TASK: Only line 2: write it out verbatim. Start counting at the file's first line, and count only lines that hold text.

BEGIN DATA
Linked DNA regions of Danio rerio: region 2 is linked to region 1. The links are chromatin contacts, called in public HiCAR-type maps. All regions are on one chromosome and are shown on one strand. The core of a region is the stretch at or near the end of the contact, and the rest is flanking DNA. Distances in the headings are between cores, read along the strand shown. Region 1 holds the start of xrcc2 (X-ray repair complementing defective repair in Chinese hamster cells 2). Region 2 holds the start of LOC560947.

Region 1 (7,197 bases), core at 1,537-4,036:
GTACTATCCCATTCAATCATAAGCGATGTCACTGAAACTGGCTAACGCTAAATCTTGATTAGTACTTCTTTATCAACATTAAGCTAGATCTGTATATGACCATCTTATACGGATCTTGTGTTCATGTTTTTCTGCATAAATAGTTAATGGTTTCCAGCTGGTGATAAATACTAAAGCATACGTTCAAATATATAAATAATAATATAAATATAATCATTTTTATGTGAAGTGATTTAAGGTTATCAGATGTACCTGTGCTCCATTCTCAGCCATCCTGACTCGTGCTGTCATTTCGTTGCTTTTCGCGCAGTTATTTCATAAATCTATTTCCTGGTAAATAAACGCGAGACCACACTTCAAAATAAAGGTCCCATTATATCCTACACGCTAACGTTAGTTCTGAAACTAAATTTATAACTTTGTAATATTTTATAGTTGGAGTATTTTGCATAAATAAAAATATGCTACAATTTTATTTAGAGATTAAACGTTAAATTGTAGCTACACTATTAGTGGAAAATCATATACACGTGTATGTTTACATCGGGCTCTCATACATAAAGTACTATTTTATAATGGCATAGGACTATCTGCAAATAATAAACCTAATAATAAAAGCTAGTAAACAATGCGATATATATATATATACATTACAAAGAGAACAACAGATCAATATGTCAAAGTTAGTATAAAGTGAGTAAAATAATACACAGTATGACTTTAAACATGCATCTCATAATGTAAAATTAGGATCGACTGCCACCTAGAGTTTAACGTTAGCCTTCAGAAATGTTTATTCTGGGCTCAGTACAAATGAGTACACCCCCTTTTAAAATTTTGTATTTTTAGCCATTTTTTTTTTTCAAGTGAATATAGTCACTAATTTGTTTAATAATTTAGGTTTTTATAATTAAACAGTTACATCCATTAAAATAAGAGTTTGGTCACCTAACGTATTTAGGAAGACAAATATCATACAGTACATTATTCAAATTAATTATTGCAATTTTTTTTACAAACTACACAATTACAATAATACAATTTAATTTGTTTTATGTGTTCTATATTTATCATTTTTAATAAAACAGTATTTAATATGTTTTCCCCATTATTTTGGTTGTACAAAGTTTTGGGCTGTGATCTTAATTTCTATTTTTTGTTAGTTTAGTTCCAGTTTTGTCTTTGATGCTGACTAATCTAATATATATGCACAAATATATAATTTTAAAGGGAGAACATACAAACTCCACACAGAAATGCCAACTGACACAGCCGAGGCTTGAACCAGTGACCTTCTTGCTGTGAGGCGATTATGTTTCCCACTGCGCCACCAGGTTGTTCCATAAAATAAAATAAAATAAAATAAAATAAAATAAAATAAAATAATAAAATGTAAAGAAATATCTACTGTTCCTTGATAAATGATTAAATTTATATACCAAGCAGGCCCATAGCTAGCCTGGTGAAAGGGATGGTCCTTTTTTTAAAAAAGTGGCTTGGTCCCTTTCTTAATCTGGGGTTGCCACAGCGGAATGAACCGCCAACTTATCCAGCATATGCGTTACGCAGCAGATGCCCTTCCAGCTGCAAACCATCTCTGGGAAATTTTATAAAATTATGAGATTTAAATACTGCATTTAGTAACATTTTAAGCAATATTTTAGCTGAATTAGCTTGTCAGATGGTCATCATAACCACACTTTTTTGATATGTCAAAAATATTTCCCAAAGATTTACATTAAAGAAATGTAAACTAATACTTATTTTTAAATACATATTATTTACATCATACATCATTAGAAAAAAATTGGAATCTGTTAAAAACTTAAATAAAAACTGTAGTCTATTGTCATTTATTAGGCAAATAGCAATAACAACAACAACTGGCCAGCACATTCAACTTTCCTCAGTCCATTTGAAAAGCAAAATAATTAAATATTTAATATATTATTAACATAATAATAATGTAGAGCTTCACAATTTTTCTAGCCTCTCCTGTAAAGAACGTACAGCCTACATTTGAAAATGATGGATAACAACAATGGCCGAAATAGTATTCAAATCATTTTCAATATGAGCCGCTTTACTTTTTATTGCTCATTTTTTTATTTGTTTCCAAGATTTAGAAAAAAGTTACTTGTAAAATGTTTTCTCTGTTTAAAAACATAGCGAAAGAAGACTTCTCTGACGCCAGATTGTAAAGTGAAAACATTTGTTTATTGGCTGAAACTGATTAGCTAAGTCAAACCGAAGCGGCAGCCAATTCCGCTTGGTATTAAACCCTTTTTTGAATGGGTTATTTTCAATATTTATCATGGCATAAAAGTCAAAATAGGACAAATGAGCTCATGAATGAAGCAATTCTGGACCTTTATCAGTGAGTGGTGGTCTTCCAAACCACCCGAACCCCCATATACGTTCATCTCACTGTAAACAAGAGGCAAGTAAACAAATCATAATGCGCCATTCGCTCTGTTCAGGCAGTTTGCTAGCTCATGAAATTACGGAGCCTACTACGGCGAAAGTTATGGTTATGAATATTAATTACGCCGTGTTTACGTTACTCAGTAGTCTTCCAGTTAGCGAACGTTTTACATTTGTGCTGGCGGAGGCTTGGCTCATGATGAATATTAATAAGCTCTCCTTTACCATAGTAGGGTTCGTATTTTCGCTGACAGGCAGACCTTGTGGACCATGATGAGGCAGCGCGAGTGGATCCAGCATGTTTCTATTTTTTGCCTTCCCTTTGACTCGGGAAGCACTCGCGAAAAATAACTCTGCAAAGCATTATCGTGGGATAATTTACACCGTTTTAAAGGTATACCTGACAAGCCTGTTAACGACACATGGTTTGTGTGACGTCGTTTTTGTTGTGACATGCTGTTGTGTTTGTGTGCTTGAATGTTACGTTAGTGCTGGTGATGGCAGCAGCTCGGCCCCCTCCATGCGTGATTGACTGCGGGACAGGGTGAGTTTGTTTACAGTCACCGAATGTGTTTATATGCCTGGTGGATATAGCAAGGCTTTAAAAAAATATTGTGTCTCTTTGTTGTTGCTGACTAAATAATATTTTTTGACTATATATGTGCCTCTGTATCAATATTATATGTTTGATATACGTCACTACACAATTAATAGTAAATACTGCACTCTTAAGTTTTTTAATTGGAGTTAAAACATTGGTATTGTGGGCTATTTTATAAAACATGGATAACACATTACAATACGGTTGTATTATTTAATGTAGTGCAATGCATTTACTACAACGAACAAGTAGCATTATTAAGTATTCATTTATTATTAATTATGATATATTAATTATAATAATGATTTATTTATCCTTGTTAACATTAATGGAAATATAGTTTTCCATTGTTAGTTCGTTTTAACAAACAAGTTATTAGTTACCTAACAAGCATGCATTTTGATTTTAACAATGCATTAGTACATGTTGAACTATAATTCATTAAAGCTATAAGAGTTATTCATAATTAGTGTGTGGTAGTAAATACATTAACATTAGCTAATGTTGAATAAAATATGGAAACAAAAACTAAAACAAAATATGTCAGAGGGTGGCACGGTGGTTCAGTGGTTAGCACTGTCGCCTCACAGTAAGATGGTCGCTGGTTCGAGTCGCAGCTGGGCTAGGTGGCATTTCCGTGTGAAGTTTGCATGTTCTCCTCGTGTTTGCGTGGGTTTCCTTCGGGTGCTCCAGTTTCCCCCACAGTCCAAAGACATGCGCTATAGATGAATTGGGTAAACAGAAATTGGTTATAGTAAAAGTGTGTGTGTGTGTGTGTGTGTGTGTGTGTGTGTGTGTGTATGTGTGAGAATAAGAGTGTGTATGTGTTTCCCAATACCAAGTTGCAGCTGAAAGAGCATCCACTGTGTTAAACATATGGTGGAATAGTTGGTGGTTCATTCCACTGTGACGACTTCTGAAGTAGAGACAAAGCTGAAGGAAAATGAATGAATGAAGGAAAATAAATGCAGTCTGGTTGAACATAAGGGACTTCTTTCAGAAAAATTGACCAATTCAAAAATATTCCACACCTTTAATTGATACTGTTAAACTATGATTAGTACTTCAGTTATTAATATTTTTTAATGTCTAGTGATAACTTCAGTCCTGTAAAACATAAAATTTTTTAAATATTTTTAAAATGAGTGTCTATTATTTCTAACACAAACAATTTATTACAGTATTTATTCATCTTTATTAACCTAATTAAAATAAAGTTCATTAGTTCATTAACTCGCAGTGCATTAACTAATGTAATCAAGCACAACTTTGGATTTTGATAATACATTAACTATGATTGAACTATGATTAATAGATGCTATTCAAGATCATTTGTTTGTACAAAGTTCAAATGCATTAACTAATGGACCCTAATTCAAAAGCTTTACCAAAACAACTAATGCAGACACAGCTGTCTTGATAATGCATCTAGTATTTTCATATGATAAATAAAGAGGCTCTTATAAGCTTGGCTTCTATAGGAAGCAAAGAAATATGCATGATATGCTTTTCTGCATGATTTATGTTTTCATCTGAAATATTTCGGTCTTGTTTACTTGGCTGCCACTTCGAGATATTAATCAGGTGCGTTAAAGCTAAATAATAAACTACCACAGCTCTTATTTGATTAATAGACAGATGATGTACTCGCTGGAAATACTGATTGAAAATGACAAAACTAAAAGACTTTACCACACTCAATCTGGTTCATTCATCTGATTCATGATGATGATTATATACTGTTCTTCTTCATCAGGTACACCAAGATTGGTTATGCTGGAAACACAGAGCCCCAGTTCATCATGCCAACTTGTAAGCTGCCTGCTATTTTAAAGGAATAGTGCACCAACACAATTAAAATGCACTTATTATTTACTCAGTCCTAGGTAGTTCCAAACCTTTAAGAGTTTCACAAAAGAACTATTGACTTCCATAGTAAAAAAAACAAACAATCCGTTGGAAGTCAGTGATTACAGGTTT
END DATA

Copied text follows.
Region 1 (7,197 bases), core at 1,537-4,036: